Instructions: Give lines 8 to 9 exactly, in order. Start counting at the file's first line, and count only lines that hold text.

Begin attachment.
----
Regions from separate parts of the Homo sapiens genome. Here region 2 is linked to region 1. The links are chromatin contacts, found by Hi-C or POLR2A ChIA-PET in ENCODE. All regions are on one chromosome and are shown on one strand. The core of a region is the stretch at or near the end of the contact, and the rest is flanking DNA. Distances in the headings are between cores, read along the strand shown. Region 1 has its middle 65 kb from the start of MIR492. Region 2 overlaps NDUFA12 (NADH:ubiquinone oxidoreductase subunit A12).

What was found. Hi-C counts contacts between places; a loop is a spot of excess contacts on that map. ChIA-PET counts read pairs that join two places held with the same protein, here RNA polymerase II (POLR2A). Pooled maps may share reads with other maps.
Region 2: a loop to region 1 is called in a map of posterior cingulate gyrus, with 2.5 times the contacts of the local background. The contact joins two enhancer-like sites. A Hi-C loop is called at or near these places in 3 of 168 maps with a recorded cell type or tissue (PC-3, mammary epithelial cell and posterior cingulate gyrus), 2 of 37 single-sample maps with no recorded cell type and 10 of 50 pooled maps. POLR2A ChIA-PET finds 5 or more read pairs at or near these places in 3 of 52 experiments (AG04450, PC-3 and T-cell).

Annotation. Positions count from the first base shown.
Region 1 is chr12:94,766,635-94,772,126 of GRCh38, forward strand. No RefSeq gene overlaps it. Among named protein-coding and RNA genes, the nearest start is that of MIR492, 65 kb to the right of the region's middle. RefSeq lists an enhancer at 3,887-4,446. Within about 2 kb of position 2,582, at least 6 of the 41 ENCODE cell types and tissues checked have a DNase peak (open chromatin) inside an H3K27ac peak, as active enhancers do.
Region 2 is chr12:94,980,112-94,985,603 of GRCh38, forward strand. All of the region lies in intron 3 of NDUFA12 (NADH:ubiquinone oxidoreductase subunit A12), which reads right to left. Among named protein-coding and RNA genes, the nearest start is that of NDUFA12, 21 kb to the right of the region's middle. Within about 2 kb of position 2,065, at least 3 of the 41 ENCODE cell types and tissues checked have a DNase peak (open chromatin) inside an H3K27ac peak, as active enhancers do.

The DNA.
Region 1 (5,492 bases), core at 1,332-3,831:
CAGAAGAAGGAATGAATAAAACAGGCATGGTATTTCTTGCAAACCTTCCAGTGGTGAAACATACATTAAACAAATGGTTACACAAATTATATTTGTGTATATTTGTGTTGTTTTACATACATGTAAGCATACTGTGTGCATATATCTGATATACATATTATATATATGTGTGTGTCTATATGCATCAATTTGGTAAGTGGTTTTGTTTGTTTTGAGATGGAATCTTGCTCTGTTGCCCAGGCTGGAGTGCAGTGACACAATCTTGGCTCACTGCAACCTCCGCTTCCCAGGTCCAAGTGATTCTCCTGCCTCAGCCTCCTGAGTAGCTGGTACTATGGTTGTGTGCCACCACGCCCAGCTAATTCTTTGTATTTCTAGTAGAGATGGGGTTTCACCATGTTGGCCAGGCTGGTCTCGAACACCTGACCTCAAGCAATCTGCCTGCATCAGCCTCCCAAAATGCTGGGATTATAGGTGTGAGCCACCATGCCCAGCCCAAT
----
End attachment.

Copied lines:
Region 1 (5,492 bases), core at 1,332-3,831:
CAGAAGAAGGAATGAATAAAACAGGCATGGTATTTCTTGCAAACCTTCCAGTGGTGAAACATACATTAAACAAATGGTTACACAAATTATATTTGTGTATATTTGTGTTGTTTTACATACATGTAAGCATACTGTGTGCATATATCTGATATACATATTATATATATGTGTGTGTCTATATGCATCAATTTGGTAAGTGGTTTTGTTTGTTTTGAGATGGAATCTTGCTCTGTTGCCCAGGCTGGAGTGCAGTGACACAATCTTGGCTCACTGCAACCTCCGCTTCCCAGGTCCAAGTGATTCTCCTGCCTCAGCCTCCTGAGTAGCTGGTACTATGGTTGTGTGCCACCACGCCCAGCTAATTCTTTGTATTTCTAGTAGAGATGGGGTTTCACCATGTTGGCCAGGCTGGTCTCGAACACCTGACCTCAAGCAATCTGCCTGCATCAGCCTCCCAAAATGCTGGGATTATAGGTGTGAGCCACCATGCCCAGCCCAAT